An eternity ago, I taught basketry at a Boy Scout Camp... Camp Castle Rock in Mauston, Wisconsin - just a bit north of the Dells. It was a 'real' camp (and for the most part still is).

Let me make a quick distinction here... in this day and age (and that of 10 years ago too) there are few summer camps that are actually camps. Many of them have cabins (some even with AC!) and dining halls where food was handed to them on silver (ok, plastic) plates. I still look back upon them as Boy Scout Resorts rather than camps.

<voice style="old man">Back when I was a scout...</voice>

At Castle Rock, you pitch a tent... and you sleep in it. In the morning, the toters would go walk to the commissary (which in some cases could be half a mile away) and walk back (with the food). The boys assigned to cooking for that day would get the charcoal going and the grill warmed up. Thats right, you cooked and ate the food. Sometimes for the staff breakfast was a bit interesting - on more than one occasion I had to wake up the boys who were supposed to have already gotten the food and had it ready when I got there.

Well, enough about the camp, but what I tried to get across was that this wasn't a merit badge university (or as we called it - a merit badge factory), it was a camp. Still, the scoutmasters and parents liked to have something brought back - a badge to pin on the kid and something to show for a week in the woods besides mosquito bites. Thats were I came in with the easiest badge in the book.

I worked in handicraft. It was a nice place back then, a shelter that looked more like a three car garage (well it was!) painted in brown with yellow trim. I taught wood carving merit badge, indian lore merit badge, leather working merit badge, and (you guessed it) basketry merit badge. Well, there was one year they tried to add on art merit badge and sculpture merit badge but that got messy and way too hectic for one person.

Basketry itself is rather easy. The merit badge itself has just two requirements:

  1. Weave a basket or tray using reed, raffia or splints
  2. Weave a stool or chair with cane or rush
There are as many different styles of baskets as there are weavers. There are also a set of basket kits that are available that make life much easier, especially for 11 and 12 year olds. The simplest way to weave a basket is to have a base with holes drilled around the edge. This gives a firm bottom to the basket and initial support - making the bottom of the basket from scratch can be difficult, especially for beginners.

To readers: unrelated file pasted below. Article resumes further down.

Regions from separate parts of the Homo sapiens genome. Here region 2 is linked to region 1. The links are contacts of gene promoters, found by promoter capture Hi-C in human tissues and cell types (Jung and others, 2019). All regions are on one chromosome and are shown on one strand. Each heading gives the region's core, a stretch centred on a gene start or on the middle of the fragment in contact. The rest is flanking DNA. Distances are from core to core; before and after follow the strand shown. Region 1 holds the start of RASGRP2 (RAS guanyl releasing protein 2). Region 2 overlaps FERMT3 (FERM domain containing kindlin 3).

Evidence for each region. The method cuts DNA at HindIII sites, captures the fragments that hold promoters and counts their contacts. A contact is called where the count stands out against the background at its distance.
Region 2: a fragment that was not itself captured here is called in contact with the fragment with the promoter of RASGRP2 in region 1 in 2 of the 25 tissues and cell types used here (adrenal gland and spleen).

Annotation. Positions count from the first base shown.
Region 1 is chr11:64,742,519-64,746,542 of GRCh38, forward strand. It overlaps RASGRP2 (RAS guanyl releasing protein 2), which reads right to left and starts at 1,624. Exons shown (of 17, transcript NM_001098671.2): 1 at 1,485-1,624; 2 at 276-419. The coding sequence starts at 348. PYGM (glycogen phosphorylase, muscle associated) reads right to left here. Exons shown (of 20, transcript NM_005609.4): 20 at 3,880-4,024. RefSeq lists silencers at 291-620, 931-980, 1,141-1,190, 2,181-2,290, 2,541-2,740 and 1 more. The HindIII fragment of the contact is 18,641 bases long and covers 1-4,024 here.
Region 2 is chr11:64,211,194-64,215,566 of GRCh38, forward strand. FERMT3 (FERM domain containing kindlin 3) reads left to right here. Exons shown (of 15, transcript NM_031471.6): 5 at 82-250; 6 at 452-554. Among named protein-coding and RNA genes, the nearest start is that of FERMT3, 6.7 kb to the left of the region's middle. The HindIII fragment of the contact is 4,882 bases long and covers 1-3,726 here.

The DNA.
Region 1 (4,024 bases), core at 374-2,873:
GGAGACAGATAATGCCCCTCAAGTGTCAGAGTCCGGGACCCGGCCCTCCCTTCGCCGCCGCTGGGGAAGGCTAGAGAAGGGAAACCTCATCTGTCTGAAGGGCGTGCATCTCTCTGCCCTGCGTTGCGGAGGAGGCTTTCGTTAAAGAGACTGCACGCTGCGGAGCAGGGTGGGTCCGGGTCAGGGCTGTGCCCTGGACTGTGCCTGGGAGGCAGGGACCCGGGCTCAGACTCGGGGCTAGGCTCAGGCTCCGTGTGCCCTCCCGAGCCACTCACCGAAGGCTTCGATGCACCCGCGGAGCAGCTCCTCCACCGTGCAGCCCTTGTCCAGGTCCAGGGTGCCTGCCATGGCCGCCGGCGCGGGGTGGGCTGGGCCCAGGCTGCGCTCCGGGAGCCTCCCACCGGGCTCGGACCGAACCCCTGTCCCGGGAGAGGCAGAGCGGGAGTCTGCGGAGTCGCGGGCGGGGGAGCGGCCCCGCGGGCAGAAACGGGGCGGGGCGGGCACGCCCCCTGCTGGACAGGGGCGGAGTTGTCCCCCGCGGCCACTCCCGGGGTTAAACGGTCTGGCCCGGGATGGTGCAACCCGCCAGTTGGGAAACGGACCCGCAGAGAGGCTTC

With the firm bottom method (above), the 'structural' reeds (the selvage) have about an inch on the bottom sticking out that is then tucked under the reed sticking out of the next hole to hold them firm. The reeds that make up the weft are often thinner and colored. In the simplest baskets, these reeds go outside and inside of the selvage reeds, slowly spiraling up. When one reed runs out, another is started by tucking in front of the reed that has just run out and continuing up.

Upon running out of weft reeds, the selvage reeds are often then looped over and tucked back down next to the adjacent selvage reed forming an arch. This is just the most basic of the baskets that can be made and is only limited by imagination and time - skill comes with practice.

As for weaving a chair, think back to those old chairs at your grandmother's. The basic form here is to take the cane or rush (or rope - it works well and holds up better from year to year of weaving and un-weaving). With a chair, the key thing is a tight weaving to hold whoever sits on it. Attaching the rope (or cane or rush) to one leg the weaving is basically a repeating clover pattern, looping over and under the frame of the seat, slowly moving into the center. Here again, there are many styles of weaving - the clover pattern is just the simplest to work with and teach.

Once a week (I think it was on Thursday) I actually took the class for underwater basket weaving. As I failed to mention above, the reeds need to be wet in order to move them, otherwise they are rather stiff. While working with the reeds underwater it becomes rather easy. Mostly though, this is just a novelty that was used at the end of the week to have some fun.

This is actually a merit badge that can be finished in a day without trying too hard. On occasion, I would get a scoutmaster coming by with a young boy on his first camping trip who wasn't quite able to get anything done during the week on a Friday morning seeing if I could help him get a merit badge so he doesn't go home empty handed. Although it was not a factory, there were times you just had to do what you could to make sure he got the badge.

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